# Cipher Block Chaining (CBC)

(CBC) Cipher Block Chaining - one of symmetric encryption schemes with feedback use. Each block of a clear text (except the first) is added (modulo 2 addition, XOR) bit-by-bit to result of the previous encryption. Encrypting the first block, the vector of initialization (IV) is used. It is coordinated by the sender and the recipient before encrypting/decrypting process begins.

There are some different modifications of this scheme:

• (BC) block chaining
• Cipher Block Chaining with random IV (initialization vector)
• Cipher block chaining with checksum
• Propagating cipher block chaining
• Cipher block chaining of plaintext difference

## Security challenge

The main feature of this scheme of encryption is that identical blocks of the clear text belongs to one message, are ciphered into various blocks of cipher text.

Here are the main characteristics of this scheme:

• If one bit of the transfered message will be corrupted, it will damage the one more following block. Other blocks would be safe.
• In case of loss or an insert at least one bit into cipher text, there will be a shift of bits and borders of blocks that will lead to a wrong decryption of all subsequent blocks of cipher text
• The malefactor can add blocks by the end of the ciphered message, supplementing with that a clear text
• Two identical messages have identical cipher texts if the same initialization vector (initialization vector (IV)) was used.

## Theoretical issues

The flowchart of work of the CBC scheme

Mathematically encrypting process can be described as follows:

Encryption:

Decryption:

where is the clear text, – blocks of clear text, N-bit each, t – the whole number of blocks of clear text, – blocks of ciphertext corresponding to blocks of clear text , and – encryption/decryption schemes on the key k, IV – initialization vector.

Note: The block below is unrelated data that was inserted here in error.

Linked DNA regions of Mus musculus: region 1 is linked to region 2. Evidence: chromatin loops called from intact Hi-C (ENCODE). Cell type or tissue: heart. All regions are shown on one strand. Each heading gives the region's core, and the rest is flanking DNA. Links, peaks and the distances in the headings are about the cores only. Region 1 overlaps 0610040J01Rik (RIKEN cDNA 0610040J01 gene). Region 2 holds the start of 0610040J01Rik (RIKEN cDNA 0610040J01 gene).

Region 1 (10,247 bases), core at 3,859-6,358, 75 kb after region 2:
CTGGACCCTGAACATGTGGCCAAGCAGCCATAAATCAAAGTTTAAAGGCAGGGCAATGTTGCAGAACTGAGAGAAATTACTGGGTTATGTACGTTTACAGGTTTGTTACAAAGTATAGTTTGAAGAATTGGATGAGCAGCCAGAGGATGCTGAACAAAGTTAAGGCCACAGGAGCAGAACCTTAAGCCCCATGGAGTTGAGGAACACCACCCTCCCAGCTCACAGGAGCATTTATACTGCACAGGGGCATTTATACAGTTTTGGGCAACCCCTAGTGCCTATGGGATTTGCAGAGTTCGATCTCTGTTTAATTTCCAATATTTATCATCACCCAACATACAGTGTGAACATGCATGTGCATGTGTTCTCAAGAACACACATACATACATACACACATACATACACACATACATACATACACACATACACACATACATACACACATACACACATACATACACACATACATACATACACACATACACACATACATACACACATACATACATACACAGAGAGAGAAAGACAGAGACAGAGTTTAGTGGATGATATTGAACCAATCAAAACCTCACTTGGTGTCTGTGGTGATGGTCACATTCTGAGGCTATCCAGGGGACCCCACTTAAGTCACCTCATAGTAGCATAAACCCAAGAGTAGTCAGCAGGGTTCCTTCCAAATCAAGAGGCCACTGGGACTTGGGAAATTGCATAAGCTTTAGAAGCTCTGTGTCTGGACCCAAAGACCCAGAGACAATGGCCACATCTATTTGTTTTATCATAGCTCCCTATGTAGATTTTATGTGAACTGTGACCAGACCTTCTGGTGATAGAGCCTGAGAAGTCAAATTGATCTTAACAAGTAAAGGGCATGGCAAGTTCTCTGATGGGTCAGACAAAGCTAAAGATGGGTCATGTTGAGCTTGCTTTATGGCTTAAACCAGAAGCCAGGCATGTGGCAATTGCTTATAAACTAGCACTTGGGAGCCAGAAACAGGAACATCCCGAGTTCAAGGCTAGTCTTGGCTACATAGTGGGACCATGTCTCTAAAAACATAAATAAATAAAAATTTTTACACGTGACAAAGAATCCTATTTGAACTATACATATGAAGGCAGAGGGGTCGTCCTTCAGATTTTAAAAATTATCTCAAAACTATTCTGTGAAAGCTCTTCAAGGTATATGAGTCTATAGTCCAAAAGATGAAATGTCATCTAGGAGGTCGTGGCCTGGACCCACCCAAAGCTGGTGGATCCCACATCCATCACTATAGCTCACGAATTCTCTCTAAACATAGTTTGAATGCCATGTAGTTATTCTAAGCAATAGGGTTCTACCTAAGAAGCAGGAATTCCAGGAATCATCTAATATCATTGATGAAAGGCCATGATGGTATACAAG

Let's prove that encryption and deccryption lead to one clear text:

## CBC CTS (CipherText Stealing)

The flowchart of work of the scheme in the CBC CTS mode

The last block of the clear text (number t) can contain less than N bits. In that case it is necessary to supplement it, what isn't always possible. In that case it is reasonable to apply CTS (CipherText Stealing) scheme which allows to use the CBC mode without supplementing extra bits to clear text to make it divisible by N (just as ECB CTS).

## Practical issues

The flow chart of DES in CBC mode

The symmetric encryption schemes CBC is often used for encrypting messages. However parallel processing is impossible because of feature of work as the mechanism of formation of a chain is used. For the same reason the scheme of CBC don't use when enciphering arrays of files with direct access (databases). Rather often the scheme of CBC is applied to establishing authenticity of the message (signature).

Let's talk about DES algorithm in CBC mode in more detail:

the initial file M, according to the scheme of CBC, splits into blocks on 8 bytes (64 bits). Each block of a clear text (except the first) is added (modulo 2 addition, XOR) bit-by-bit to result of the previous encryption. Encrypting the first block, the vector of initialization (IV) is used. It is coordinated by the sender and the recipient before encrypting/decrypting process begins.

## Bibliography

References to other issues about Symmetric_encryption_schemes: References to other issues about Symmetric_encryption_schemes:

1. (ECB) Electronic Code Book
2. (CBC) Cipher Block Chaining
3. (BC) block chaining
4. (CFB) Cipher Feed Back
5. (OFB) Output Feed Back